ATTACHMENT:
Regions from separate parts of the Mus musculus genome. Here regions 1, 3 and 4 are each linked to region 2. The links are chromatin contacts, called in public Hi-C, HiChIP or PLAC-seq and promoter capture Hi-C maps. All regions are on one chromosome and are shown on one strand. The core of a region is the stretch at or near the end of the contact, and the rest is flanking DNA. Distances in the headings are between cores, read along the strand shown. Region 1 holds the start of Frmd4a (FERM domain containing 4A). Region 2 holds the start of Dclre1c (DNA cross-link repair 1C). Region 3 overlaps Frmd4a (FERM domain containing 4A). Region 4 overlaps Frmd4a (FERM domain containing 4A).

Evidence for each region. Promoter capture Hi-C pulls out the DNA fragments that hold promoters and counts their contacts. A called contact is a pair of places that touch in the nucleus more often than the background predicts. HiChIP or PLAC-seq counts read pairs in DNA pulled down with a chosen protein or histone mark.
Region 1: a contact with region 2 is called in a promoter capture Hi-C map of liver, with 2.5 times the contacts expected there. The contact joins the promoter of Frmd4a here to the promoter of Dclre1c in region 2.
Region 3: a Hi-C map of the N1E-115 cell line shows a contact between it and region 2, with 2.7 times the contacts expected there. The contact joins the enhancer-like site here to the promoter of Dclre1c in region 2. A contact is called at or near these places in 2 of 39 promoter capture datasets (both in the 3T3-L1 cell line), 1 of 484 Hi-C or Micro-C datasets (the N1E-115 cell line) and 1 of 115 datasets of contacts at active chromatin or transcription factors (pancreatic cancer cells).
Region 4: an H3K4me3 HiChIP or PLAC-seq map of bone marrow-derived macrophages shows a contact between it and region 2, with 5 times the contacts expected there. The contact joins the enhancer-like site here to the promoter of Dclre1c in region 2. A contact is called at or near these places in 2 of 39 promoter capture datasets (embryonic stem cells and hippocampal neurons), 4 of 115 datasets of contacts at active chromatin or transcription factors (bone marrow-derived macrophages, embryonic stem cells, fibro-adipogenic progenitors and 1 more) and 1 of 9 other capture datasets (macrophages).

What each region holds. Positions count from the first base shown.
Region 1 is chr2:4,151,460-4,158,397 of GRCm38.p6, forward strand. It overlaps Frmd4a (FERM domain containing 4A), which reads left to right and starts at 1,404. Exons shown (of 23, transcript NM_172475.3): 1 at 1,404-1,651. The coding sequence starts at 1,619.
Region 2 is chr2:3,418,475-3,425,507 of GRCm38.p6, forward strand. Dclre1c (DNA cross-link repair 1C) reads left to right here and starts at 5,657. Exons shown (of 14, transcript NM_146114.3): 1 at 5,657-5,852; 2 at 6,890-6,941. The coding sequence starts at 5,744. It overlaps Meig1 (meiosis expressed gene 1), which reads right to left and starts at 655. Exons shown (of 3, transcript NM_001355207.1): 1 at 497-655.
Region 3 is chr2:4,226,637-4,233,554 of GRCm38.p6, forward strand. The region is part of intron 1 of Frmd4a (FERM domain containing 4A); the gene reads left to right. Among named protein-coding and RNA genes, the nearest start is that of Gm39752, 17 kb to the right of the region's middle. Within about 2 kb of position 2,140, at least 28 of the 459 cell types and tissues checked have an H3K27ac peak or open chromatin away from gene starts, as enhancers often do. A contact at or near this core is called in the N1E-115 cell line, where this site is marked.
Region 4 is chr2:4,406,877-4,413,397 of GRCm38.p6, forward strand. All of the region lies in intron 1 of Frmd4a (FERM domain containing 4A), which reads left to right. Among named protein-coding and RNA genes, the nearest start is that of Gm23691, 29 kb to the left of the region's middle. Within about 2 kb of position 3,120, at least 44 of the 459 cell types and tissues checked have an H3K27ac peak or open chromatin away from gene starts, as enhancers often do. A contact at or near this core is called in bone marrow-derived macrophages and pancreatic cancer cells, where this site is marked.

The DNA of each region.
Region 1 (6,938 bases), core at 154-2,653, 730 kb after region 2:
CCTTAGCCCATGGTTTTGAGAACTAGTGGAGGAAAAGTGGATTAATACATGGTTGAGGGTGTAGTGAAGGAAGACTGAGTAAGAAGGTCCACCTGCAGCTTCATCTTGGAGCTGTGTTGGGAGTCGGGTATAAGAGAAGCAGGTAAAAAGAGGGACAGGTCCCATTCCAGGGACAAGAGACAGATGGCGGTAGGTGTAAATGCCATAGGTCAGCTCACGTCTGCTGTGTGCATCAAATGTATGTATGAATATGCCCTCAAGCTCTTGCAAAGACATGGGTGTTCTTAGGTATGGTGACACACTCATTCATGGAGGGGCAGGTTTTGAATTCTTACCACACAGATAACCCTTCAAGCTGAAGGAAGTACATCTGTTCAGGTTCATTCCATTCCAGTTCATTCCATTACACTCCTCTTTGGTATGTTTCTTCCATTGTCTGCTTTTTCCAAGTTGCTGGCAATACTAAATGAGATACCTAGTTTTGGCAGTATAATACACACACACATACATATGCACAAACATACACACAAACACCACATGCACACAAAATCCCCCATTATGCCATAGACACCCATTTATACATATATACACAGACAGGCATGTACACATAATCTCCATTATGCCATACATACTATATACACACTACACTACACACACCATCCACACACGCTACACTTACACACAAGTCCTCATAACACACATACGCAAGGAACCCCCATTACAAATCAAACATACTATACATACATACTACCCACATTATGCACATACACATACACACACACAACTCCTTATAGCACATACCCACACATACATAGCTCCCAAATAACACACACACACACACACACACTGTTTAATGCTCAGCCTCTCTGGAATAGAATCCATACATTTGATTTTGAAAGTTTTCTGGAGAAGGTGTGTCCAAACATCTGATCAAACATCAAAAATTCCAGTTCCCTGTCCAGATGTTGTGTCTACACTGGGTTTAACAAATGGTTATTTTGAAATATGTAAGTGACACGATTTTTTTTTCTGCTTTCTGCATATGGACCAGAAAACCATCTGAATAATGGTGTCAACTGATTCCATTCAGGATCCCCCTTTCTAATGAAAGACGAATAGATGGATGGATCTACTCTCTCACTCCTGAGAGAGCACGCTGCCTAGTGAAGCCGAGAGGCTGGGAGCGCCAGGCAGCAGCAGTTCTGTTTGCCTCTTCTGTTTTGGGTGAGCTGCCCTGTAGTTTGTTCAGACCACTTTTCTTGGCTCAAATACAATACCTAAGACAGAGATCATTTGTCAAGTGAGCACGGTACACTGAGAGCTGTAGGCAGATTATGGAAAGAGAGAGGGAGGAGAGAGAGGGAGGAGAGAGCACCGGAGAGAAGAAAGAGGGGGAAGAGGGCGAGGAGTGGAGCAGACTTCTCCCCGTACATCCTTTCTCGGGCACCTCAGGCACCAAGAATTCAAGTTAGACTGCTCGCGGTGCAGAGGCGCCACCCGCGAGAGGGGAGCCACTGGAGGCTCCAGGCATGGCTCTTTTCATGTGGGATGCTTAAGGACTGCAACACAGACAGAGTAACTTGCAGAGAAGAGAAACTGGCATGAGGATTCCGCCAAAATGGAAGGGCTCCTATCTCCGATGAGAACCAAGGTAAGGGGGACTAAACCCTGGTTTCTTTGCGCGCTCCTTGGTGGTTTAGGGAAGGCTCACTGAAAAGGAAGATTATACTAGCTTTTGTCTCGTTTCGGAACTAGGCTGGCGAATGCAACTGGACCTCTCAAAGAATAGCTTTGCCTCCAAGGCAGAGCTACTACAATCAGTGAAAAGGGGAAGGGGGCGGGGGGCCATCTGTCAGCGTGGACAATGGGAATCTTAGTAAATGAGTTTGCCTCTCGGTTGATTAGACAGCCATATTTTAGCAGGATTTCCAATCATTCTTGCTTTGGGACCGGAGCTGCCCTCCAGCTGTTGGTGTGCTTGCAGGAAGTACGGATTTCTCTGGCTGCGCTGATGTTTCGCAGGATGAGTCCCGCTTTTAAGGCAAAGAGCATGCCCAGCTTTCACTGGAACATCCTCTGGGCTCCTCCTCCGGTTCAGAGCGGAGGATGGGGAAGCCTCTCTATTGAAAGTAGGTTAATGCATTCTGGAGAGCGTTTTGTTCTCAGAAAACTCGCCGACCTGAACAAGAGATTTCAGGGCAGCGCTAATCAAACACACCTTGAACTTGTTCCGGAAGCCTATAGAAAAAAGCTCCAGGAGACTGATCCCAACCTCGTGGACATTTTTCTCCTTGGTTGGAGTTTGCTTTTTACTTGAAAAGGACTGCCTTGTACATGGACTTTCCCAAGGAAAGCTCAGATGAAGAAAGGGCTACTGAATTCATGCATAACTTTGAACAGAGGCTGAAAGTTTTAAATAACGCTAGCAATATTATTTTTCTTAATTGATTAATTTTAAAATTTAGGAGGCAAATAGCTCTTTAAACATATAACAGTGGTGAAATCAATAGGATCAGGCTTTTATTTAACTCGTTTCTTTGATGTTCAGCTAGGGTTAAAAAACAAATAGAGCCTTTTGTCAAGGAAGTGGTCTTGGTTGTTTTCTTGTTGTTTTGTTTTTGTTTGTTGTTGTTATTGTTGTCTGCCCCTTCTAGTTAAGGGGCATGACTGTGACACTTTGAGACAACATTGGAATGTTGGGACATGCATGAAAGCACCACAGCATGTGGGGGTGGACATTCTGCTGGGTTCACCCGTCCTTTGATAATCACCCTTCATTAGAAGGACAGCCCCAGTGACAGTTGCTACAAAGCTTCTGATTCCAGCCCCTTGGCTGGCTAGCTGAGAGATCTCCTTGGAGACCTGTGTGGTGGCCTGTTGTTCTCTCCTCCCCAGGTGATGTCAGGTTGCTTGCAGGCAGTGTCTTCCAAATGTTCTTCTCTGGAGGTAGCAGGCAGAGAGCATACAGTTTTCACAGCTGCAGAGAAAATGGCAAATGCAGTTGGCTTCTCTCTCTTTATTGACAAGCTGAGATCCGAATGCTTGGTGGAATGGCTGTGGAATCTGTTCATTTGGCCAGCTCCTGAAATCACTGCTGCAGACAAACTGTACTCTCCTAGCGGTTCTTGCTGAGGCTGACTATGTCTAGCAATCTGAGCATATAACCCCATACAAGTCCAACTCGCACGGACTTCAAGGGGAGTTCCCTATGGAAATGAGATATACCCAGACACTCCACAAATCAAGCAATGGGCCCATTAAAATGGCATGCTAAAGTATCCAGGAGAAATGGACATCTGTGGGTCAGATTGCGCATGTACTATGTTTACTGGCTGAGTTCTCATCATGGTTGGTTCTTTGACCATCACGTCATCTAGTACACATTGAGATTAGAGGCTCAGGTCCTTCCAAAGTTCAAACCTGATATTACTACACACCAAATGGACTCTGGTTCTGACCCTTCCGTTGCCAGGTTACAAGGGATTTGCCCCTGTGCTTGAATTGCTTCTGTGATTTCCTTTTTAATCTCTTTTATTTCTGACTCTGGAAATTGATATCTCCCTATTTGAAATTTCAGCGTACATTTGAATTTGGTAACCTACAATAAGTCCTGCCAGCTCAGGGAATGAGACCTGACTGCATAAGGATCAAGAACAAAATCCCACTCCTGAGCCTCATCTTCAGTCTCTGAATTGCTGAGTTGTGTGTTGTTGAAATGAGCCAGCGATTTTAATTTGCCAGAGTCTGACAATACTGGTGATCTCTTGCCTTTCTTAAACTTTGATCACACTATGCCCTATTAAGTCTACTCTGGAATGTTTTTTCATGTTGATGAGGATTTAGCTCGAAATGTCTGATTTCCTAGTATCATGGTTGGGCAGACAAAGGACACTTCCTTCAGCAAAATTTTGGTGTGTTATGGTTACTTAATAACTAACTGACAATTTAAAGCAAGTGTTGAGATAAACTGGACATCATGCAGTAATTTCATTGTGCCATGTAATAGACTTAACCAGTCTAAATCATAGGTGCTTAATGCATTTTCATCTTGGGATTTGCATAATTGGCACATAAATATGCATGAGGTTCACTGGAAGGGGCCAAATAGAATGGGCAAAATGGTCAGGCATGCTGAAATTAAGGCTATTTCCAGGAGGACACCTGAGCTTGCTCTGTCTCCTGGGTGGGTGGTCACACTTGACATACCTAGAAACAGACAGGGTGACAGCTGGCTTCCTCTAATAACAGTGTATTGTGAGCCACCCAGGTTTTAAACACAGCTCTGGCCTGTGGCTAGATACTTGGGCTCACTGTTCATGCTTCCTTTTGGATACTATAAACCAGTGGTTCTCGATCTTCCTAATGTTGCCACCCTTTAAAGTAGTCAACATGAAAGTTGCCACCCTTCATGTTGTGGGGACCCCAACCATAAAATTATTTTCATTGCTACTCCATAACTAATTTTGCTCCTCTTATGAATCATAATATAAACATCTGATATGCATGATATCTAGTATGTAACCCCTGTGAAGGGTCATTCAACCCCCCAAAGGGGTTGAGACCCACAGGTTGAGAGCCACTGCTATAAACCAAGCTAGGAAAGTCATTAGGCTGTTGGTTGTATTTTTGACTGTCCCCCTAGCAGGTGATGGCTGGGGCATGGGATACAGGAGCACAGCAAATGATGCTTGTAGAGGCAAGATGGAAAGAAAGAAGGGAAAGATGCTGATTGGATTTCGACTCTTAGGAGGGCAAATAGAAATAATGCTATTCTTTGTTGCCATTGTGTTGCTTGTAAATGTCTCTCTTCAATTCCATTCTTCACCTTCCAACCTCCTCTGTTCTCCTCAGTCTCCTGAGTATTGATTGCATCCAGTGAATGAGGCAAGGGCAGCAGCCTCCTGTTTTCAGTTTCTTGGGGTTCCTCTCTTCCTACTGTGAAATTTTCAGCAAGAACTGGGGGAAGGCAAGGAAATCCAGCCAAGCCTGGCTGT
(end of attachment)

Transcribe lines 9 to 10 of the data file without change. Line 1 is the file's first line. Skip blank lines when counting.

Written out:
Region 3 is chr2:4,226,637-4,233,554 of GRCm38.p6, forward strand. The region is part of intron 1 of Frmd4a (FERM domain containing 4A); the gene reads left to right. Among named protein-coding and RNA genes, the nearest start is that of Gm39752, 17 kb to the right of the region's middle. Within about 2 kb of position 2,140, at least 28 of the 459 cell types and tissues checked have an H3K27ac peak or open chromatin away from gene starts, as enhancers often do. A contact at or near this core is called in the N1E-115 cell line, where this site is marked.
Region 4 is chr2:4,406,877-4,413,397 of GRCm38.p6, forward strand. All of the region lies in intron 1 of Frmd4a (FERM domain containing 4A), which reads left to right. Among named protein-coding and RNA genes, the nearest start is that of Gm23691, 29 kb to the left of the region's middle. Within about 2 kb of position 3,120, at least 44 of the 459 cell types and tissues checked have an H3K27ac peak or open chromatin away from gene starts, as enhancers often do. A contact at or near this core is called in bone marrow-derived macrophages and pancreatic cancer cells, where this site is marked.